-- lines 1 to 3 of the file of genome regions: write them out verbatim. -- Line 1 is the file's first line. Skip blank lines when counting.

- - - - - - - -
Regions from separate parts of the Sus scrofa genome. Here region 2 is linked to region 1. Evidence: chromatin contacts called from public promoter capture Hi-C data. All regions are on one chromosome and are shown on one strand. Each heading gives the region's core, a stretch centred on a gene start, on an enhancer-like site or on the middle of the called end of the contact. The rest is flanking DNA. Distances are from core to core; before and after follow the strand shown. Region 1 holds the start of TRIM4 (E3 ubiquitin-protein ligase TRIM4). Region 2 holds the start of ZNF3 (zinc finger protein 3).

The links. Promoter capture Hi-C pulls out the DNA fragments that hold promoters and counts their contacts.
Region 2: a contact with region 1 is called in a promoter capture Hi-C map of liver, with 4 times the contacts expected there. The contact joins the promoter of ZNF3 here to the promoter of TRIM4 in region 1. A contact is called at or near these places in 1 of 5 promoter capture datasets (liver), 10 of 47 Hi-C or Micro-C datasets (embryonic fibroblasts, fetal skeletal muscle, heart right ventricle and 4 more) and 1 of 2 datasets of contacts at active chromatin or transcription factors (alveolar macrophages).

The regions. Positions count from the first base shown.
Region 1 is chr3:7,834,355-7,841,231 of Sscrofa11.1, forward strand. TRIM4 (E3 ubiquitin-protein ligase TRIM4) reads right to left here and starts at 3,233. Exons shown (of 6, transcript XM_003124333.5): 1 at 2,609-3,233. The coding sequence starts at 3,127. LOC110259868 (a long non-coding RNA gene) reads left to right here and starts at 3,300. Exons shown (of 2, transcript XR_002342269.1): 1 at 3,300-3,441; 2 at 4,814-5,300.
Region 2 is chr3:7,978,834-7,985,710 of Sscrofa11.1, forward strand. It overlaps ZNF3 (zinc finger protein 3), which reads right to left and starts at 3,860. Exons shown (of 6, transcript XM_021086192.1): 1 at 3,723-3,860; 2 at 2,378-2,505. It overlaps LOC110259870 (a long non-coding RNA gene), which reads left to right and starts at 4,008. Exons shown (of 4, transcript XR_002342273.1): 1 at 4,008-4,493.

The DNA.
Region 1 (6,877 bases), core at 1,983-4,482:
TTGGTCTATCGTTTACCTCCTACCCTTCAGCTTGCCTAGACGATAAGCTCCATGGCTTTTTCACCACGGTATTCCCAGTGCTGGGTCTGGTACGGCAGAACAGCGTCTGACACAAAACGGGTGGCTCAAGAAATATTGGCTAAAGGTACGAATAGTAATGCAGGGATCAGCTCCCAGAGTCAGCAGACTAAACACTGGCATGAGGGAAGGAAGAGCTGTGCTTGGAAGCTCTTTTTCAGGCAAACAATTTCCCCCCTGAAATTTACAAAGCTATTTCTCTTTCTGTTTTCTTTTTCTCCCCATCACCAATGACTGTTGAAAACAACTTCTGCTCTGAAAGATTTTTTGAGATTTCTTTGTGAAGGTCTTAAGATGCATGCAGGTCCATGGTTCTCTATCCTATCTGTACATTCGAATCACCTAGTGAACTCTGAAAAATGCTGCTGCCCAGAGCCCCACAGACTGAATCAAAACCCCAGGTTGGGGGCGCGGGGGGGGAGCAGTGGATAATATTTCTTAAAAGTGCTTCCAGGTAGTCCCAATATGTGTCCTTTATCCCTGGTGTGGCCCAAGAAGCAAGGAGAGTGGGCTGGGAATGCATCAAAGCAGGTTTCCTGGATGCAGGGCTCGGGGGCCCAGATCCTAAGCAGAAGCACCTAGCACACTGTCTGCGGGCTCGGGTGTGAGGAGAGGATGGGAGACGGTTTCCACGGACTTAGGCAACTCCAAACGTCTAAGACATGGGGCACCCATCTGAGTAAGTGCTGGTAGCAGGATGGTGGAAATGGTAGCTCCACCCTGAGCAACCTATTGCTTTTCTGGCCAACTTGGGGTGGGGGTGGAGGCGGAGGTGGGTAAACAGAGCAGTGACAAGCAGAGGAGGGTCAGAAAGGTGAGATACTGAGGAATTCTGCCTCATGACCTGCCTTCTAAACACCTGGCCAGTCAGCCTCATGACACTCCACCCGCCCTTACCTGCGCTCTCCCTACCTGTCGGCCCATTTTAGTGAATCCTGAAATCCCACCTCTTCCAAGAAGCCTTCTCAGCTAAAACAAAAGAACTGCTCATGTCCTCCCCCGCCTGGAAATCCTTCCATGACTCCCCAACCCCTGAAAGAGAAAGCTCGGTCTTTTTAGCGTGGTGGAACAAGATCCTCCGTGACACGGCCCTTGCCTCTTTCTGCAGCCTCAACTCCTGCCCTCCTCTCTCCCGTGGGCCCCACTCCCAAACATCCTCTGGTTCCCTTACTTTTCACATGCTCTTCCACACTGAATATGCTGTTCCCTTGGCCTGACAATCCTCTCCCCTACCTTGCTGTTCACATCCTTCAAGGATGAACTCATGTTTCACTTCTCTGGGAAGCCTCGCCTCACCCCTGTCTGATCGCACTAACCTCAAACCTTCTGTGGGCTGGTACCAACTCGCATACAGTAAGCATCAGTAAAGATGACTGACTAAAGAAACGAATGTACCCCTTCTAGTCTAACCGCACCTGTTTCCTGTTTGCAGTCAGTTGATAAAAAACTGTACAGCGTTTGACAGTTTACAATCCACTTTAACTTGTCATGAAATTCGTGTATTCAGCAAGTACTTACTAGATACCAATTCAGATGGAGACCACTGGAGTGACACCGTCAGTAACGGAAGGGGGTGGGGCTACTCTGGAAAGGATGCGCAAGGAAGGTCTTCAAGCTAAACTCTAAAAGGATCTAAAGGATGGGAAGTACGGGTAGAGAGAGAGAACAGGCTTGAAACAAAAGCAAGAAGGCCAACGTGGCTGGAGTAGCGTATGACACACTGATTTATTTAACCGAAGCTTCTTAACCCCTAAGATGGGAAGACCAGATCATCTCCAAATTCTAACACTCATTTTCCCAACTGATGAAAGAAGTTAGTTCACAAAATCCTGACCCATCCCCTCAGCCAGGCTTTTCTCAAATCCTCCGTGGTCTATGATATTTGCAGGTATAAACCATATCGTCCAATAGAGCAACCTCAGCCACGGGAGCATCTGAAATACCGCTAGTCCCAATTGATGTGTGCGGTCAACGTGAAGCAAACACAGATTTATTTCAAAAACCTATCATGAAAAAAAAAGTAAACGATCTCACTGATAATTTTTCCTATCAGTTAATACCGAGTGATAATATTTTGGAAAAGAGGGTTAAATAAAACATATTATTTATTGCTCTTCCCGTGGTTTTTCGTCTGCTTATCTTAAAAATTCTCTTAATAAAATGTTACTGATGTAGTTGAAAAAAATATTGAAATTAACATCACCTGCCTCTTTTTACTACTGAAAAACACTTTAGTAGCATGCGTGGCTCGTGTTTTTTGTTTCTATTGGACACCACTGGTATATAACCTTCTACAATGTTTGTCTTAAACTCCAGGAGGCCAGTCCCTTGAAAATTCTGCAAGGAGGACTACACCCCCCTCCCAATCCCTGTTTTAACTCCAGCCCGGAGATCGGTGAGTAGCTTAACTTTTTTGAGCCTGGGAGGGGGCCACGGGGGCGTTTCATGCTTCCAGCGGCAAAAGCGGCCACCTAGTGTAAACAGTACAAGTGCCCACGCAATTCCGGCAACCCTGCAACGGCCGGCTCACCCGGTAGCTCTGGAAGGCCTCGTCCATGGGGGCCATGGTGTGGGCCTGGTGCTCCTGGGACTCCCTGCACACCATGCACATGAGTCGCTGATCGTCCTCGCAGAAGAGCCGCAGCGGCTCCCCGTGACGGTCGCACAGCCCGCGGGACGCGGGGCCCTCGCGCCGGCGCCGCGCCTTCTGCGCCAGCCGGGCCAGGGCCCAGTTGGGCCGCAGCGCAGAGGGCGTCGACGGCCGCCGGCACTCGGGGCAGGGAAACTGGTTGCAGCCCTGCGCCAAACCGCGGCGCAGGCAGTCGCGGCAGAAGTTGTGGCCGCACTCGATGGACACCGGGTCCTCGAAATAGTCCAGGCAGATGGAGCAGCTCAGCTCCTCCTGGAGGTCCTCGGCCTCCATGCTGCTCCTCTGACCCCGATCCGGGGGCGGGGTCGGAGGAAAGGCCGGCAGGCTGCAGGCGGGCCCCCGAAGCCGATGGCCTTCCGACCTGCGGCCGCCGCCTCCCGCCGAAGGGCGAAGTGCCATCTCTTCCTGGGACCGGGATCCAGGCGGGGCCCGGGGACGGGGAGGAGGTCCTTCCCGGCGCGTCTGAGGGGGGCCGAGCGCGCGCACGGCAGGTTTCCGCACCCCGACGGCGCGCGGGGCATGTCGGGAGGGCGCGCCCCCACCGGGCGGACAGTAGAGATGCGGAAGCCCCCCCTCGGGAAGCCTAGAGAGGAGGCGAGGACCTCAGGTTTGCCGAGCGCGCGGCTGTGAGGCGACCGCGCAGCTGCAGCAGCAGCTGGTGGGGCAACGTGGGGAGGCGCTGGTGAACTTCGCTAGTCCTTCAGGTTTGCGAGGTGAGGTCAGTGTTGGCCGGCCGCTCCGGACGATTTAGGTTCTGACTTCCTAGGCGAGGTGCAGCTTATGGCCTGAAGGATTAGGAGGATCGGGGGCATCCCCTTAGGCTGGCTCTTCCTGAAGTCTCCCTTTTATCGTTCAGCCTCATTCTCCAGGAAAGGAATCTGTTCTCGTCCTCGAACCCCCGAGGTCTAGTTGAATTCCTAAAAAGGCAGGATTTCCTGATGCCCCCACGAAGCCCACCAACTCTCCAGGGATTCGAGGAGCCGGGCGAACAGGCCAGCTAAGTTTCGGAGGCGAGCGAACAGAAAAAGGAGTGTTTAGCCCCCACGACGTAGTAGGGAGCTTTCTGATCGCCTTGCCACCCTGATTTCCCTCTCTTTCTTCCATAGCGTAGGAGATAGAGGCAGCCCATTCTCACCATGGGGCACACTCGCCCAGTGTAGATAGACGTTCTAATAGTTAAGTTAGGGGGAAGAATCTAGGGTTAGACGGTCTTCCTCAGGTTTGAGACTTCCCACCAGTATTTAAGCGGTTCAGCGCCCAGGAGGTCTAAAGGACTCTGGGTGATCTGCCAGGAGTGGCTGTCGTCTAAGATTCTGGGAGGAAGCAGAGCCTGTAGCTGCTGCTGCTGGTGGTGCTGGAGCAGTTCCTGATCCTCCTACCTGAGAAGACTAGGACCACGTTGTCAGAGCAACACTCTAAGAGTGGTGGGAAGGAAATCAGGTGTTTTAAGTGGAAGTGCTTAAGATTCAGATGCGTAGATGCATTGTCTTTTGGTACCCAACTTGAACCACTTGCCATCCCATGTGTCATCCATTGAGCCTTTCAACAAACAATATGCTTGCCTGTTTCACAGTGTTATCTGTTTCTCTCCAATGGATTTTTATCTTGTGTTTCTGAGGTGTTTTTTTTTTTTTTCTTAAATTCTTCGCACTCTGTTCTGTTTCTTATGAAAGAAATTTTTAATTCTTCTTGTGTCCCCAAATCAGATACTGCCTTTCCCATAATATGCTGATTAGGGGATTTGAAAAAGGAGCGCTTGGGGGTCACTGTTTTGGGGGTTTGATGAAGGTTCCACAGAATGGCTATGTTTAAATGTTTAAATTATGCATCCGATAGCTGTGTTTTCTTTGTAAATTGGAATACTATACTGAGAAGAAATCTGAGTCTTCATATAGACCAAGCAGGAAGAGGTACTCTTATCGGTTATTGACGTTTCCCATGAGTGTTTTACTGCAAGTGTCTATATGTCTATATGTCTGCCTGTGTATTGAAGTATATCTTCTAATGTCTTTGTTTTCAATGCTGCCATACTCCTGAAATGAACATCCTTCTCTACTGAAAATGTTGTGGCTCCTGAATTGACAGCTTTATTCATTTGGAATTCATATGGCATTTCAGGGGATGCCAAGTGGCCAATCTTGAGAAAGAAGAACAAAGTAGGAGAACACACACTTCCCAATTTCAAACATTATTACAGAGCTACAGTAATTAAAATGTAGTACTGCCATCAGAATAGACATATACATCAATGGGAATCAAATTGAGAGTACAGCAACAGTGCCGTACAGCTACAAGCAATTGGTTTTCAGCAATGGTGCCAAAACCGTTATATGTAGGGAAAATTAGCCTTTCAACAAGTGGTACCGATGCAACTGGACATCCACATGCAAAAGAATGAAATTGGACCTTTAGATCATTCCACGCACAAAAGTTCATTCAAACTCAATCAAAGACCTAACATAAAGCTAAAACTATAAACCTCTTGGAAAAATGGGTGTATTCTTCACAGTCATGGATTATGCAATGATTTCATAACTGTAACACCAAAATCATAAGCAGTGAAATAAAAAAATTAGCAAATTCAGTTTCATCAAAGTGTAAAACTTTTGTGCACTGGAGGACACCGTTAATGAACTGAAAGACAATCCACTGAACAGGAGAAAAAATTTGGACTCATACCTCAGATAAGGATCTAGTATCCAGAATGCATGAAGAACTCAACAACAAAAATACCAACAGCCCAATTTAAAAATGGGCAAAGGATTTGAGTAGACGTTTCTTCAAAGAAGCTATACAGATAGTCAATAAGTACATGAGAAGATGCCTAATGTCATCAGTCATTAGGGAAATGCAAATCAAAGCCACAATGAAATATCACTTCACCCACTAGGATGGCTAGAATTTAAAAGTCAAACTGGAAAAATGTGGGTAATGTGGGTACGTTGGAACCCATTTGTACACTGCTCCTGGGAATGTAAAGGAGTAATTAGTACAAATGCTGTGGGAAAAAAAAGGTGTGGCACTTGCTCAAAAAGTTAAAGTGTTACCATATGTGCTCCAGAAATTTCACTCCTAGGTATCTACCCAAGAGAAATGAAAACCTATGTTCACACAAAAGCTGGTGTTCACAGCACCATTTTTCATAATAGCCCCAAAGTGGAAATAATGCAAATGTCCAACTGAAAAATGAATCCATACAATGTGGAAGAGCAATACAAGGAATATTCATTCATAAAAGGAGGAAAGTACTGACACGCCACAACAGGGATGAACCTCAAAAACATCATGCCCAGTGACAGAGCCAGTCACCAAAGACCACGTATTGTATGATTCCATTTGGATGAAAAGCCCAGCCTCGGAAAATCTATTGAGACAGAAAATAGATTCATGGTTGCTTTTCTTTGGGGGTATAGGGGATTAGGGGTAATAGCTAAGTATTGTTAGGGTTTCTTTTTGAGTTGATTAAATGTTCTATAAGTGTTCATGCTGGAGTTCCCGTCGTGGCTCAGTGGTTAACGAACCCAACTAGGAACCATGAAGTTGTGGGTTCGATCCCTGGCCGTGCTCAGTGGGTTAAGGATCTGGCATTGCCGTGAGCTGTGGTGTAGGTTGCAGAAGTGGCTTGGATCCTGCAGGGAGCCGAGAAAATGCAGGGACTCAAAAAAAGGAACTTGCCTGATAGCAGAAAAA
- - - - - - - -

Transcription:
Regions from separate parts of the Sus scrofa genome. Here region 2 is linked to region 1. Evidence: chromatin contacts called from public promoter capture Hi-C data. All regions are on one chromosome and are shown on one strand. Each heading gives the region's core, a stretch centred on a gene start, on an enhancer-like site or on the middle of the called end of the contact. The rest is flanking DNA. Distances are from core to core; before and after follow the strand shown. Region 1 holds the start of TRIM4 (E3 ubiquitin-protein ligase TRIM4). Region 2 holds the start of ZNF3 (zinc finger protein 3).

The links. Promoter capture Hi-C pulls out the DNA fragments that hold promoters and counts their contacts.
Region 2: a contact with region 1 is called in a promoter capture Hi-C map of liver, with 4 times the contacts expected there. The contact joins the promoter of ZNF3 here to the promoter of TRIM4 in region 1. A contact is called at or near these places in 1 of 5 promoter capture datasets (liver), 10 of 47 Hi-C or Micro-C datasets (embryonic fibroblasts, fetal skeletal muscle, heart right ventricle and 4 more) and 1 of 2 datasets of contacts at active chromatin or transcription factors (alveolar macrophages).